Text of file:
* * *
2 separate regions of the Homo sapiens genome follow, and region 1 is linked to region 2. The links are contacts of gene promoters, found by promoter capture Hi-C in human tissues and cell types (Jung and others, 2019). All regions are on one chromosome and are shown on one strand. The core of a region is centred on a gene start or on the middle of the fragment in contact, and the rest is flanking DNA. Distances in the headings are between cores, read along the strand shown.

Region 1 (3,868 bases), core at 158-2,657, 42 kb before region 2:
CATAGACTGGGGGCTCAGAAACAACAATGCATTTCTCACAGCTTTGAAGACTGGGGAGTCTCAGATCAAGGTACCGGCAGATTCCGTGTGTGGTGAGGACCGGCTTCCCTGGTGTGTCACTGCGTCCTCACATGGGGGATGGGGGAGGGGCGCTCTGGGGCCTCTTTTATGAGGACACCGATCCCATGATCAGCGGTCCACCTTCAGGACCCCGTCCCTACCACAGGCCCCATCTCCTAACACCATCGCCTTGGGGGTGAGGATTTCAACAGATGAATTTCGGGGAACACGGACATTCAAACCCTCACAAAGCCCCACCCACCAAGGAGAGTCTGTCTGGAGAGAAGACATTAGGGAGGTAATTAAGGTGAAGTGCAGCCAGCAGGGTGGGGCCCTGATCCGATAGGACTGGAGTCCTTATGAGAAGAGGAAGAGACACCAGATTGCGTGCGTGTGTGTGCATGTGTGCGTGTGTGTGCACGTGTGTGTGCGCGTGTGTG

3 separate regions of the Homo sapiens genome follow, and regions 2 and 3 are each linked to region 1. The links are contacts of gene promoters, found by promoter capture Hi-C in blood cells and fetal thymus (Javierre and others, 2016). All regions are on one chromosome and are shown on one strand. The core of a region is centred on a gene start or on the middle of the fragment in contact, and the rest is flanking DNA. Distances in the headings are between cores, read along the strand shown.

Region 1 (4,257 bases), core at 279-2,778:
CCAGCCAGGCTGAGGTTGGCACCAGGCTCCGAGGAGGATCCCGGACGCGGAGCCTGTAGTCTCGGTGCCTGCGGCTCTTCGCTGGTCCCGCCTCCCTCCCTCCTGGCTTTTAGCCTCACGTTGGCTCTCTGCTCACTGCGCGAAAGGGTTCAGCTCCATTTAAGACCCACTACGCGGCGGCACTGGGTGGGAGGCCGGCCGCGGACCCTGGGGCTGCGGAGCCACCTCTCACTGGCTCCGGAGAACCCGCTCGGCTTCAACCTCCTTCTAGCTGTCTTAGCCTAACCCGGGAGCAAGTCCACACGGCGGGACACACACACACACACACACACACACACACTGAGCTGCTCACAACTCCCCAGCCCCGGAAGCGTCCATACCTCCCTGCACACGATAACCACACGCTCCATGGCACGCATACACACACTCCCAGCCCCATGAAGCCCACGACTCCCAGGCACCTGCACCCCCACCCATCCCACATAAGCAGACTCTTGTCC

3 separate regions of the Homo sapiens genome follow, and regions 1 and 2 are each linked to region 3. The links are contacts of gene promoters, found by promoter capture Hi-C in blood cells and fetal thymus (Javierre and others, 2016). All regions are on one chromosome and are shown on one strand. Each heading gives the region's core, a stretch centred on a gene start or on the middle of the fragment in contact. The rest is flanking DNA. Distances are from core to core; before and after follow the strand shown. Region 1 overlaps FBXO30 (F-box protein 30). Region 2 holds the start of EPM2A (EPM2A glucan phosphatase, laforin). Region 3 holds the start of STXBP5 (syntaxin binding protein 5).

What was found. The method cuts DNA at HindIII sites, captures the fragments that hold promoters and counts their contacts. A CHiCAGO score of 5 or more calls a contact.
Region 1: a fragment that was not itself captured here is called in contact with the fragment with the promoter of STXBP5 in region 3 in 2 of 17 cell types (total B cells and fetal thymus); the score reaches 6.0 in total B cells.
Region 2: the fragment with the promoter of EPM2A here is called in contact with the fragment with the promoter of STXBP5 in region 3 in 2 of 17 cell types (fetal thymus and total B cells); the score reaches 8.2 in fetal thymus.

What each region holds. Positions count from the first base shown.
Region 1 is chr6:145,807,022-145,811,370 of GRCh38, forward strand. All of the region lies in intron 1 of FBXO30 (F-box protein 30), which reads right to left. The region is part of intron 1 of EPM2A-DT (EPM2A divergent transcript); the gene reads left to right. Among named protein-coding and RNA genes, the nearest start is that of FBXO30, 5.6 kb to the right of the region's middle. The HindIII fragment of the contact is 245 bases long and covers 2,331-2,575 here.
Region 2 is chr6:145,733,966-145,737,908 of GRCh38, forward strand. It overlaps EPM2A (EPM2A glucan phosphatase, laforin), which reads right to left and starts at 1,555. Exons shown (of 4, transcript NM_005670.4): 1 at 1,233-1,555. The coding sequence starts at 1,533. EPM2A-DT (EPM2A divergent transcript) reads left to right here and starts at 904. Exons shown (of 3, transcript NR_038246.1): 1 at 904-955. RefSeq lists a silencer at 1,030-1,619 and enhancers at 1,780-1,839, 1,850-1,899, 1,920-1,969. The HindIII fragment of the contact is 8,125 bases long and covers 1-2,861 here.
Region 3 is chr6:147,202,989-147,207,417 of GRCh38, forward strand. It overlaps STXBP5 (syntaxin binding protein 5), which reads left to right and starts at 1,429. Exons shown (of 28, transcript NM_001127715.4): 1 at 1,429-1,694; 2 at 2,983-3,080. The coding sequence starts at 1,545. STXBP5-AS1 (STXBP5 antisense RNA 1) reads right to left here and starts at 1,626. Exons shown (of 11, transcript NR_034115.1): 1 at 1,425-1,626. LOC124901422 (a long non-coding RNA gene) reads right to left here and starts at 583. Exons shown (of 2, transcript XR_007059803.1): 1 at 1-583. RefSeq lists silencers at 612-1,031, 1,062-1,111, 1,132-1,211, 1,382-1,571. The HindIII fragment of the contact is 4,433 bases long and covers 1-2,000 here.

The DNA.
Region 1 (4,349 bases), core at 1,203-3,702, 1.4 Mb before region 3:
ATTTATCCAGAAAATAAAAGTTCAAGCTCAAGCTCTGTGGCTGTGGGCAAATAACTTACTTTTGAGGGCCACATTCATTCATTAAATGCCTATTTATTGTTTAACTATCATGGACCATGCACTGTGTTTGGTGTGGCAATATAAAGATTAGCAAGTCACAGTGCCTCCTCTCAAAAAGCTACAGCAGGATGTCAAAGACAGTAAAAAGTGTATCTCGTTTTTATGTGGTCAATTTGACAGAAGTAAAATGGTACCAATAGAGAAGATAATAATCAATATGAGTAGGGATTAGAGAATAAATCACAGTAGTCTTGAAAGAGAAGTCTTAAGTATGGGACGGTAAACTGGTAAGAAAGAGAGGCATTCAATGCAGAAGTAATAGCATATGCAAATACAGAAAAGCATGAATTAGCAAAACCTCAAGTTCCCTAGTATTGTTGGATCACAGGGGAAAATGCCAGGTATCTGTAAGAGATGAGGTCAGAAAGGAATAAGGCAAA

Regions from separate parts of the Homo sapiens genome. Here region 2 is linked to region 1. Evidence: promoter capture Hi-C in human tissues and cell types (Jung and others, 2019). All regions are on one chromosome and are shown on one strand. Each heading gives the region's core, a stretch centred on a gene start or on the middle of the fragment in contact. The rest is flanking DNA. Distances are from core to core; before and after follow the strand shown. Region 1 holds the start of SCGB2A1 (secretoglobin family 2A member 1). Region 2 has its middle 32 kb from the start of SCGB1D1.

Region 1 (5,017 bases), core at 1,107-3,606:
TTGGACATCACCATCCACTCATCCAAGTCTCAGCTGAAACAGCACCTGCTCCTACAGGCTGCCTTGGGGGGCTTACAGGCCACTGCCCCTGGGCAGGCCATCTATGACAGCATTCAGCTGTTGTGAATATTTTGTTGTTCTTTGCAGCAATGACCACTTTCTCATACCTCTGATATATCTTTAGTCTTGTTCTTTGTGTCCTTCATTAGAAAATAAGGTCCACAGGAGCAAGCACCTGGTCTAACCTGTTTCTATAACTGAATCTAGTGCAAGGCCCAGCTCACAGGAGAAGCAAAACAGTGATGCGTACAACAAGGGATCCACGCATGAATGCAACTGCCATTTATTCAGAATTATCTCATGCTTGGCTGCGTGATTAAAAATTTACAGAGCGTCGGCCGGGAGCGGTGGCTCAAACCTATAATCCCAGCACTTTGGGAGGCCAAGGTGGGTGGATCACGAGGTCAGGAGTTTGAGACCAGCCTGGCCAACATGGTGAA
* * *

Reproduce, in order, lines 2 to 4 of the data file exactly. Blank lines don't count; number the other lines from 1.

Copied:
Region 1 (3,868 bases), core at 158-2,657, 42 kb before region 2:
CATAGACTGGGGGCTCAGAAACAACAATGCATTTCTCACAGCTTTGAAGACTGGGGAGTCTCAGATCAAGGTACCGGCAGATTCCGTGTGTGGTGAGGACCGGCTTCCCTGGTGTGTCACTGCGTCCTCACATGGGGGATGGGGGAGGGGCGCTCTGGGGCCTCTTTTATGAGGACACCGATCCCATGATCAGCGGTCCACCTTCAGGACCCCGTCCCTACCACAGGCCCCATCTCCTAACACCATCGCCTTGGGGGTGAGGATTTCAACAGATGAATTTCGGGGAACACGGACATTCAAACCCTCACAAAGCCCCACCCACCAAGGAGAGTCTGTCTGGAGAGAAGACATTAGGGAGGTAATTAAGGTGAAGTGCAGCCAGCAGGGTGGGGCCCTGATCCGATAGGACTGGAGTCCTTATGAGAAGAGGAAGAGACACCAGATTGCGTGCGTGTGTGTGCATGTGTGCGTGTGTGTGCACGTGTGTGTGCGCGTGTGTG

3 separate regions of the Homo sapiens genome follow, and regions 2 and 3 are each linked to region 1. The links are contacts of gene promoters, found by promoter capture Hi-C in blood cells and fetal thymus (Javierre and others, 2016). All regions are on one chromosome and are shown on one strand. The core of a region is centred on a gene start or on the middle of the fragment in contact, and the rest is flanking DNA. Distances in the headings are between cores, read along the strand shown.